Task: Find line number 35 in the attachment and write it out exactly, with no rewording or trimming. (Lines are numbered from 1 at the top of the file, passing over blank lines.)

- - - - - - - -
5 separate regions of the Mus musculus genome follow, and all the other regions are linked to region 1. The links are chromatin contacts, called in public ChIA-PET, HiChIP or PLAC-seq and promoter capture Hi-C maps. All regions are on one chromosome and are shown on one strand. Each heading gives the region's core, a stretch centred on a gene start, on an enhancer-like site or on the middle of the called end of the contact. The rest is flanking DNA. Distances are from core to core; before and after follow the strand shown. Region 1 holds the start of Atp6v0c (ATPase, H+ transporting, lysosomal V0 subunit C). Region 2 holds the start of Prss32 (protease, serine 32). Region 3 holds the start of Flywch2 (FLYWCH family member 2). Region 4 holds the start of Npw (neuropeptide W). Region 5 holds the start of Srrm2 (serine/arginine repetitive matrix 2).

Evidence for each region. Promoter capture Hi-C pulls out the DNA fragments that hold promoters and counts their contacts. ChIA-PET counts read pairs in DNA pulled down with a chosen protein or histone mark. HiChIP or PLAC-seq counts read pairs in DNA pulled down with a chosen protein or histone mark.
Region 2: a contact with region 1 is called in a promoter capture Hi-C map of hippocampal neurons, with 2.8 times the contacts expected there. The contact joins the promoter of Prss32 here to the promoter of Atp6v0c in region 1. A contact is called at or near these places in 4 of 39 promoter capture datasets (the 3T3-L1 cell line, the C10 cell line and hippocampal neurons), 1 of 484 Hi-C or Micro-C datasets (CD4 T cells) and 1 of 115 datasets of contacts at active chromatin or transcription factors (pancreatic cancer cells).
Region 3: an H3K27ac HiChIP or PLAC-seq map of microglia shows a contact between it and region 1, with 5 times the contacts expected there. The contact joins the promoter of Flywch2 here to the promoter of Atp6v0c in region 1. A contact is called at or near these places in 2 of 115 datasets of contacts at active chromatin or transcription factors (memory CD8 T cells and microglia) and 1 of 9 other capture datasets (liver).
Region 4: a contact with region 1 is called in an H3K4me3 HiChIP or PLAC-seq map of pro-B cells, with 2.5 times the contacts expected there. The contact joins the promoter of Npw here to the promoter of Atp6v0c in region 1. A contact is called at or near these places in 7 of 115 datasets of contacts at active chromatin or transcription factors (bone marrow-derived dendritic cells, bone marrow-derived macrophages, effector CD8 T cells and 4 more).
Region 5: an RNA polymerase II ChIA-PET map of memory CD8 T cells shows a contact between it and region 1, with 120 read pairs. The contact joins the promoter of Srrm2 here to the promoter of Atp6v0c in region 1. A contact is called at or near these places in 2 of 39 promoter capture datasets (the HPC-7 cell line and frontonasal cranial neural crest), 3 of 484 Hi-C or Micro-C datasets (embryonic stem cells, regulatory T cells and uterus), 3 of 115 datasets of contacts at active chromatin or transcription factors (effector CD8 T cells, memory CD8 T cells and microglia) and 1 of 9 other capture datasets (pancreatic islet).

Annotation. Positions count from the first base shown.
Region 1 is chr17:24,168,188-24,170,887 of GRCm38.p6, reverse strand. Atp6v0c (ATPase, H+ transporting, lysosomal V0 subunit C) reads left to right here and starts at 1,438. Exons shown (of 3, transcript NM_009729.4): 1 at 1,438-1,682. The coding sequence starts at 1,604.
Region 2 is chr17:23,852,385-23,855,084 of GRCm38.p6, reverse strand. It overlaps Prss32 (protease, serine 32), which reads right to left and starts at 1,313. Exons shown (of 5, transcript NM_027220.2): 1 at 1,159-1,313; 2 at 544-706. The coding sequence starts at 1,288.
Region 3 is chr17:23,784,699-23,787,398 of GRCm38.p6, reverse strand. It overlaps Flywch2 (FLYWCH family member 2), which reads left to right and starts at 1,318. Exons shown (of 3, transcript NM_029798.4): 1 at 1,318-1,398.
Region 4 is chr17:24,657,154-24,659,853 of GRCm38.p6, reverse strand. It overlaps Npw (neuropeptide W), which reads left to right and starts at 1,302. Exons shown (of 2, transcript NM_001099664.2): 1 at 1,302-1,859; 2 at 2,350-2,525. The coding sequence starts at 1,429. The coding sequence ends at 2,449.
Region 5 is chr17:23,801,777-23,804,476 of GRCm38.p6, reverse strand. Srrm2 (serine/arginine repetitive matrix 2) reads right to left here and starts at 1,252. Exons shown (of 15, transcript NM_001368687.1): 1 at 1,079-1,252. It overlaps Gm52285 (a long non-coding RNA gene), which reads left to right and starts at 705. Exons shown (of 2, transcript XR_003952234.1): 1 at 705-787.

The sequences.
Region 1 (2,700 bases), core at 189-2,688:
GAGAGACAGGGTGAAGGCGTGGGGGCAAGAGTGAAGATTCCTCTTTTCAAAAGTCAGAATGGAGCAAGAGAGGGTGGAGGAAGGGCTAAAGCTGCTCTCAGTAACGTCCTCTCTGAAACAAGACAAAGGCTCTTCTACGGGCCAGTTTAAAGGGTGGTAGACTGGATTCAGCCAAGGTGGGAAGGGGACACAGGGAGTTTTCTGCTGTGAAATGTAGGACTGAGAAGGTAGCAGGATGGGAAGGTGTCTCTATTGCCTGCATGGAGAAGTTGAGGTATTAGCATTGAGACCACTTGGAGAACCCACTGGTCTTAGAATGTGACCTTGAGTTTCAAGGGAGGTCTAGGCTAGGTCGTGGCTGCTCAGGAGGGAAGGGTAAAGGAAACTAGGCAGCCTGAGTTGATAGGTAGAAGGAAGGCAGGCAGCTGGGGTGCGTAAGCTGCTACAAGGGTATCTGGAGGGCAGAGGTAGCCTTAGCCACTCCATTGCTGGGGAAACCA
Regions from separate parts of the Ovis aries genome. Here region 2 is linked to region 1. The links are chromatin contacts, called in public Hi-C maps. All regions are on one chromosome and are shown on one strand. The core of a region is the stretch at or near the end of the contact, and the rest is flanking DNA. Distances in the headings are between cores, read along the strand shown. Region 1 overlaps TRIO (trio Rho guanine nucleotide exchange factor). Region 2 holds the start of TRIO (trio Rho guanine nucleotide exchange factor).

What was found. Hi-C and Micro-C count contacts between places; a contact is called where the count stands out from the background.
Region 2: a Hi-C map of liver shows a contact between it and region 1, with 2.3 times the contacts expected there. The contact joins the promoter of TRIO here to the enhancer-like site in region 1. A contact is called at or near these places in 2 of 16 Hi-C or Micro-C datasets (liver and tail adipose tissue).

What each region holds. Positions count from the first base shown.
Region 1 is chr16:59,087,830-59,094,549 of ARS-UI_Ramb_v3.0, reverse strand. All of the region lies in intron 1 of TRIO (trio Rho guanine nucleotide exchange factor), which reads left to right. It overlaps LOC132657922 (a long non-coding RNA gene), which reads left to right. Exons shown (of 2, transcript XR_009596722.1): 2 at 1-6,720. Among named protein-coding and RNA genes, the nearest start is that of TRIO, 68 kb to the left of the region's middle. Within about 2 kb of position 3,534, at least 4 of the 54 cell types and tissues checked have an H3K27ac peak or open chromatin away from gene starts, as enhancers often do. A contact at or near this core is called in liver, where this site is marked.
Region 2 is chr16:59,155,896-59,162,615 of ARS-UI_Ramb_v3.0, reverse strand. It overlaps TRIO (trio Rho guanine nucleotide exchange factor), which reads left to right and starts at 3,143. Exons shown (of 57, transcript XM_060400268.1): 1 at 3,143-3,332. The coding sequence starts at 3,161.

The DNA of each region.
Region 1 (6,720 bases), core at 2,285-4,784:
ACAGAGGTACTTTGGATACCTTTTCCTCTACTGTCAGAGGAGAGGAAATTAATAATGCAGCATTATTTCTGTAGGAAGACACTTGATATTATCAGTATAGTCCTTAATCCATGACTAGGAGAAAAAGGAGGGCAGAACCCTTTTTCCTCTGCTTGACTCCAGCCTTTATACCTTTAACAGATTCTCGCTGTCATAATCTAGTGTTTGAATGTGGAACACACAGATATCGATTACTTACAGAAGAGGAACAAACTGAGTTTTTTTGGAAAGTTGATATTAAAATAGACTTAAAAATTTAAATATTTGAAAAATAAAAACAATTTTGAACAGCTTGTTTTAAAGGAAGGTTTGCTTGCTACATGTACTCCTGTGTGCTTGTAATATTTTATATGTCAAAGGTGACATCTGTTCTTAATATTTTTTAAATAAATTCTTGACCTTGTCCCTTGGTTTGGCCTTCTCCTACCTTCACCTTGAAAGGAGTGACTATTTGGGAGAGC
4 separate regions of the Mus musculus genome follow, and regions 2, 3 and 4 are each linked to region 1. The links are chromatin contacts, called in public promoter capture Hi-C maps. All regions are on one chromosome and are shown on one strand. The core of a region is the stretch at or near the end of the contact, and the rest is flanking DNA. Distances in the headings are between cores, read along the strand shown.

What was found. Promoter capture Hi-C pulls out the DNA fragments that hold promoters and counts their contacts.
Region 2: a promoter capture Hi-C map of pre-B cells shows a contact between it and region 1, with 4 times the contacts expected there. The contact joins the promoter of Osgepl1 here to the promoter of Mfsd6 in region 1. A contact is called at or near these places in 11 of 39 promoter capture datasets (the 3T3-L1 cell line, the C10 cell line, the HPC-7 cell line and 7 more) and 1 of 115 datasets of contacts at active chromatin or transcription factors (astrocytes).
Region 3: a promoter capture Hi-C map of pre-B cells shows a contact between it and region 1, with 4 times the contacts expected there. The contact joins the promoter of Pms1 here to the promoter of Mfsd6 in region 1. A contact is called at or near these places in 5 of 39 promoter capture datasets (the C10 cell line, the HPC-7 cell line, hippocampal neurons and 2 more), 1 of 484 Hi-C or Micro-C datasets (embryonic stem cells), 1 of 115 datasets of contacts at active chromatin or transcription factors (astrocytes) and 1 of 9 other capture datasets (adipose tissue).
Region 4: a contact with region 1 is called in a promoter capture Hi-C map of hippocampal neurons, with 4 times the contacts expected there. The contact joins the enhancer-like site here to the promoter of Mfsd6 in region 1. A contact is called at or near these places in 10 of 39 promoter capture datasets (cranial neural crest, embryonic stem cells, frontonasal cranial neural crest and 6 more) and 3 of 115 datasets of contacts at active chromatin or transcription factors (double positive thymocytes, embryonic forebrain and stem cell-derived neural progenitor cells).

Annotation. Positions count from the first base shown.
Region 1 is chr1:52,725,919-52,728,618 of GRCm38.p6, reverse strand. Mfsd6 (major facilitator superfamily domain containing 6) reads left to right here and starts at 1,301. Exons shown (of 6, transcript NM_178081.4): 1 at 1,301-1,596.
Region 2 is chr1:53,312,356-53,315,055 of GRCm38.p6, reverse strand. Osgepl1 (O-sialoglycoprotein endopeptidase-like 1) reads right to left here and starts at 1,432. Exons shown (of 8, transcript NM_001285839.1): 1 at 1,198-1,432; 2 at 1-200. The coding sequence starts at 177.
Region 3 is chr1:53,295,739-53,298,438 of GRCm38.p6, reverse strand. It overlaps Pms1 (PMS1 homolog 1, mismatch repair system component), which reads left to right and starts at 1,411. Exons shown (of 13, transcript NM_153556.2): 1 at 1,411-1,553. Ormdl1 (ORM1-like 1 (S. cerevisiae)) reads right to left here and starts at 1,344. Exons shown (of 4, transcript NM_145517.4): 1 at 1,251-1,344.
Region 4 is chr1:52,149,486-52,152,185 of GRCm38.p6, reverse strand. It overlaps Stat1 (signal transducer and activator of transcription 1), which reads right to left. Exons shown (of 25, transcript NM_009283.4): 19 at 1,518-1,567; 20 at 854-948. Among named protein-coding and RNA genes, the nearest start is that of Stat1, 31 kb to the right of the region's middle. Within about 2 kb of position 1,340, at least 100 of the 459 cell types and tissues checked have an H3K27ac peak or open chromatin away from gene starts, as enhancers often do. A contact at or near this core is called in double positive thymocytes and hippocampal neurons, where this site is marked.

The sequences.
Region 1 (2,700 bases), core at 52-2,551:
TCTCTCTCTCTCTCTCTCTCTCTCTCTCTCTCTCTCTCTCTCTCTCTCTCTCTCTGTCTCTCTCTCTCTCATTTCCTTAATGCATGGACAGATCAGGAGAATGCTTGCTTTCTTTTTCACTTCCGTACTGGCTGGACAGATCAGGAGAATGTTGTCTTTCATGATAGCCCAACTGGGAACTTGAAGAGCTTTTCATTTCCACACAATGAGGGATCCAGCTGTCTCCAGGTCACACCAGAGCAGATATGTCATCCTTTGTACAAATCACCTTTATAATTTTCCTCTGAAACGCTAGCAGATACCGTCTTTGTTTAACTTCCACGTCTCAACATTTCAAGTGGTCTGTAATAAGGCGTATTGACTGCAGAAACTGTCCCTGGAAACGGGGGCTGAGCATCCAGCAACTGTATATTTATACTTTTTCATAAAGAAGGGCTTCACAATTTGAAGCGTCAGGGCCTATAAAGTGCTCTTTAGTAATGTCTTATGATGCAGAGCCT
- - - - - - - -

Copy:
The sequences.